Ancient Monuments

History on the Ground

This site is entirely user-supported. See how you can help.

Early post-medieval dispersed settlement on Mount Hulie

A Scheduled Monument in Askerton, Cumbria

We don't have any photos of this monument yet. Why don't you be the first to send us one?

Upload Photo »

Approximate Location Map
Large Map »

If Google Street View is available, the image is from the best available vantage point looking, if possible, towards the location of the monument. Where it is not available, the satellite view is shown instead.


Latitude: 55.0622 / 55°3'43"N

Longitude: -2.6519 / 2°39'6"W

OS Eastings: 358460.35001

OS Northings: 574381.441637

OS Grid: NY584743

Mapcode National: GBR 99XX.N4

Mapcode Global: WH90L.71G3

Entry Name: Early post-medieval dispersed settlement on Mount Hulie

Scheduled Date: 28 May 1974

Last Amended: 24 September 1997

Source: Historic England

Source ID: 1016088

English Heritage Legacy ID: 27781

County: Cumbria

Civil Parish: Askerton

Traditional County: Cumberland

Lieutenancy Area (Ceremonial County): Cumbria

Church of England Parish: Lanercostwith Kirkcambeck St Mary Magdalene

Church of England Diocese: Carlisle


The monument includes the earthworks and buried remains of an early
post-medieval dispersed settlement on Mount Hulie. It is located in rough
pasture on a west-facing slope and includes the turf-covered remains of a
rectangular and a square enclosure, one of which contains a house platform,
together with an oval-shaped stock enclosure.
The rectangular enclosure measures approximately 37m by 30m with earth and
rubble walls up to 2.5m wide and 1m high. There is a drainage ditch measuring
1m wide by 0.3m deep on its east and south sides and a small semi-circular
annexe or extension on its western side. Overlapping the enclosure's north
east corner is a low rectangular platform measuring 18m by 9m and up to 0.2m
high upon which stood a timber-framed house. A second enclosure interpreted as
a garden or stockpen lies immediately to the south east and measures c.20m
square with earth and rubble walls up to 2.5m wide and 0.8m high. It is
surrounded by a drainage ditch 1m wide and 0.3m deep. The oval stock enclosure
is situated approximately 30m to the SSW of the larger enclosure; it measures
c.40m by 32m and is of slighter construction than the other enclosures, having
earth and rubble walls up to 2m wide by 0.4m high. It has an entrance on the
south east side and internally there are traces of a drainage ditch 1m wide by
0.2m deep flanking the wall on the north and west sides. The date of this
settlement is unclear. It is not on 17th century maps of the area and has,
therefore, been identified as 18th century in origin. However, morphologically
the settlement is similar to earlier medieval dispersed settlement in this
area, and in the absence of documentary sources precise dating of such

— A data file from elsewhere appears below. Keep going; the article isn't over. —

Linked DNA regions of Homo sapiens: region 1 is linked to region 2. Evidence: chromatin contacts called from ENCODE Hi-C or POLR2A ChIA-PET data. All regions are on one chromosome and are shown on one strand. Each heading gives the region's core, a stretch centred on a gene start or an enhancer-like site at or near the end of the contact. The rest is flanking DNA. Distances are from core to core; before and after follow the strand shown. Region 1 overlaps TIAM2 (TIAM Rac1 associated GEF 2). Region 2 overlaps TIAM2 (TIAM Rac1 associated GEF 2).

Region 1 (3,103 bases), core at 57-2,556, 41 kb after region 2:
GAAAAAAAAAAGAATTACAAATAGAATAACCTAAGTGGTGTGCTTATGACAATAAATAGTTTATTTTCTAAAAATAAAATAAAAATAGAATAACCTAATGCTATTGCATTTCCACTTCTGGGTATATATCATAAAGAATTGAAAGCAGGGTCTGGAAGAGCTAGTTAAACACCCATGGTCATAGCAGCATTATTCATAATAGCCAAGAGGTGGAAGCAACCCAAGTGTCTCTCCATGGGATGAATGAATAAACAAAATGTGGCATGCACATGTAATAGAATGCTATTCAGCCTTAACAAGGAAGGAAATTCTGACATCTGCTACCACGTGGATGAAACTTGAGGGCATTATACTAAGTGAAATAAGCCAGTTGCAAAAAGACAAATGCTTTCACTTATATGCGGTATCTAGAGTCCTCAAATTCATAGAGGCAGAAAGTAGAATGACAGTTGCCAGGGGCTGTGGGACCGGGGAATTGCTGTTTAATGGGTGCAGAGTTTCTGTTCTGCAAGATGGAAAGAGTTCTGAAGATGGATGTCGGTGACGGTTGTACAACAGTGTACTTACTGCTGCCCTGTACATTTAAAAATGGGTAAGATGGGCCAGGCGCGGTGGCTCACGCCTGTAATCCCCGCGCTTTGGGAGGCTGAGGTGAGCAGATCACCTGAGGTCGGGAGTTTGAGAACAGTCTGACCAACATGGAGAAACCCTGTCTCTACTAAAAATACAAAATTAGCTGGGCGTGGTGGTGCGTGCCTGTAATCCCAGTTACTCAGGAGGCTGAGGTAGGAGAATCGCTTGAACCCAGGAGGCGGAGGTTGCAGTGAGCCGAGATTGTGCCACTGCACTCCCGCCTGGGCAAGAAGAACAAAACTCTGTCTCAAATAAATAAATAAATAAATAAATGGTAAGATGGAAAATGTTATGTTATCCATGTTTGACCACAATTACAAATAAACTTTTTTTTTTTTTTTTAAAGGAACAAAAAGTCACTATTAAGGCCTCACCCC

monuments is often difficult. The settlement was abandoned in the 19th

The site of the monument is shown on the attached map extract.
It includes a 2 metre boundary around the archaeological features,
considered to be essential for the monument's support and preservation.

Source: Historic England

Reasons for Scheduling

Medieval rural settlements in England were marked by great regional diversity
in form, size and type, and the protection of their archaeological remains
needs to take these differences into account. To do this, England has been
divided into three broad Provinces on the basis of each area's distinctive
mixture of nucleated and dispersed settlements. These can be further divided
into sub-Provinces and local regions, possessing characteristics which have
gradually evolved during the past 1500 years or more.
The Borders local region comprises the great slope of land between the high
Cheviots and the Solway, where hamlets and scattered farmsteads predominate,
and where bastles and tower houses recall the social conditions of the Anglo-
Scottish borders before the mid-7th century. The eastern part of the region,
containing the wastes of the Bewcastle Fells and Spadeadam, can be seen as a
separate subdivision; it was occupied by shieling grounds during the Middle
Ages and the Tudor period, and preserves the remains of associated settlement

The early post-medieval dispersed settlement on Mount Hulie survives well and
will retain significant archaeological deposits. It is a good example of this
class of monument in the Border Region and will add greatly to our
understanding of the wider border settlement and economy during the early
post-medieval period.

Source: Historic England


Books and journals
Ramm, H G , Shielings and Bastles, (1970), 47, 49

Source: Historic England

Other nearby scheduled monuments is an independent online resource and is not associated with any government department. All government data published here is used under licence. Please do not contact for any queries related to any individual ancient or schedued monument, planning permission related to scheduled monuments or the scheduling process itself. is a Good Stuff website.